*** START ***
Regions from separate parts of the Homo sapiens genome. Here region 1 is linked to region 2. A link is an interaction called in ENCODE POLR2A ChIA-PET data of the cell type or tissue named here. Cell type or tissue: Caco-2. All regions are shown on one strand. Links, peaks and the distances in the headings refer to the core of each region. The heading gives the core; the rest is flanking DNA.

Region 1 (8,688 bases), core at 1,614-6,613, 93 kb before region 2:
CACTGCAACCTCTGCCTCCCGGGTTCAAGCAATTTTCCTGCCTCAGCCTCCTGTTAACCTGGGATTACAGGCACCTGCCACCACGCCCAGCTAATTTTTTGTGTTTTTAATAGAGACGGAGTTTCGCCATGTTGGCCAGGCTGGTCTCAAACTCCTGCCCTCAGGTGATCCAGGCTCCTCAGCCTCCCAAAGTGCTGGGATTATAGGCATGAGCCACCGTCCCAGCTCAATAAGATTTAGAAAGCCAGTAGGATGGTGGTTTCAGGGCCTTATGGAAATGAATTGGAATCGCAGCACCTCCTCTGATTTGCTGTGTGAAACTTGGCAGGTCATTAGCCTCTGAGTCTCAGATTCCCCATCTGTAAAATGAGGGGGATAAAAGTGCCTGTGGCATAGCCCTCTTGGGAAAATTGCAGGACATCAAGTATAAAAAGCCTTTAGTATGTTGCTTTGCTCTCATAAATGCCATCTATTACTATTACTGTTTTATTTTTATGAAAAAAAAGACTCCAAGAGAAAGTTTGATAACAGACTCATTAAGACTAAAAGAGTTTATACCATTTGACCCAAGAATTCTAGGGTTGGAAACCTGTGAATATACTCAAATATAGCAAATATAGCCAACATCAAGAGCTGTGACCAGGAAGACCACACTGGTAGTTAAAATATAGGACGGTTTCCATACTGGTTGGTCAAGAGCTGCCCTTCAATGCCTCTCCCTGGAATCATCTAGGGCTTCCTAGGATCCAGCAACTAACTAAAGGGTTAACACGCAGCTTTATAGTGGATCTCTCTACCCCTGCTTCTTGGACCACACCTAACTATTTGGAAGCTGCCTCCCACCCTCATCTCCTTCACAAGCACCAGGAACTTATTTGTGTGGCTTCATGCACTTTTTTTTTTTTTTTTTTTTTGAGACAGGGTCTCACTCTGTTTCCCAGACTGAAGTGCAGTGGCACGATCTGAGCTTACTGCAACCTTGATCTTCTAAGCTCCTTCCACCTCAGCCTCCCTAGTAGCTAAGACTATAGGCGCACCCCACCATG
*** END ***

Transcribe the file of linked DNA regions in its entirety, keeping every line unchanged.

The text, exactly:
Regions from separate parts of the Homo sapiens genome. Here region 1 is linked to region 2. A link is an interaction called in ENCODE POLR2A ChIA-PET data of the cell type or tissue named here. Cell type or tissue: Caco-2. All regions are shown on one strand. Links, peaks and the distances in the headings refer to the core of each region. The heading gives the core; the rest is flanking DNA.

Region 1 (8,688 bases), core at 1,614-6,613, 93 kb before region 2:
CACTGCAACCTCTGCCTCCCGGGTTCAAGCAATTTTCCTGCCTCAGCCTCCTGTTAACCTGGGATTACAGGCACCTGCCACCACGCCCAGCTAATTTTTTGTGTTTTTAATAGAGACGGAGTTTCGCCATGTTGGCCAGGCTGGTCTCAAACTCCTGCCCTCAGGTGATCCAGGCTCCTCAGCCTCCCAAAGTGCTGGGATTATAGGCATGAGCCACCGTCCCAGCTCAATAAGATTTAGAAAGCCAGTAGGATGGTGGTTTCAGGGCCTTATGGAAATGAATTGGAATCGCAGCACCTCCTCTGATTTGCTGTGTGAAACTTGGCAGGTCATTAGCCTCTGAGTCTCAGATTCCCCATCTGTAAAATGAGGGGGATAAAAGTGCCTGTGGCATAGCCCTCTTGGGAAAATTGCAGGACATCAAGTATAAAAAGCCTTTAGTATGTTGCTTTGCTCTCATAAATGCCATCTATTACTATTACTGTTTTATTTTTATGAAAAAAAAGACTCCAAGAGAAAGTTTGATAACAGACTCATTAAGACTAAAAGAGTTTATACCATTTGACCCAAGAATTCTAGGGTTGGAAACCTGTGAATATACTCAAATATAGCAAATATAGCCAACATCAAGAGCTGTGACCAGGAAGACCACACTGGTAGTTAAAATATAGGACGGTTTCCATACTGGTTGGTCAAGAGCTGCCCTTCAATGCCTCTCCCTGGAATCATCTAGGGCTTCCTAGGATCCAGCAACTAACTAAAGGGTTAACACGCAGCTTTATAGTGGATCTCTCTACCCCTGCTTCTTGGACCACACCTAACTATTTGGAAGCTGCCTCCCACCCTCATCTCCTTCACAAGCACCAGGAACTTATTTGTGTGGCTTCATGCACTTTTTTTTTTTTTTTTTTTTTGAGACAGGGTCTCACTCTGTTTCCCAGACTGAAGTGCAGTGGCACGATCTGAGCTTACTGCAACCTTGATCTTCTAAGCTCCTTCCACCTCAGCCTCCCTAGTAGCTAAGACTATAGGCGCACCCCACCATG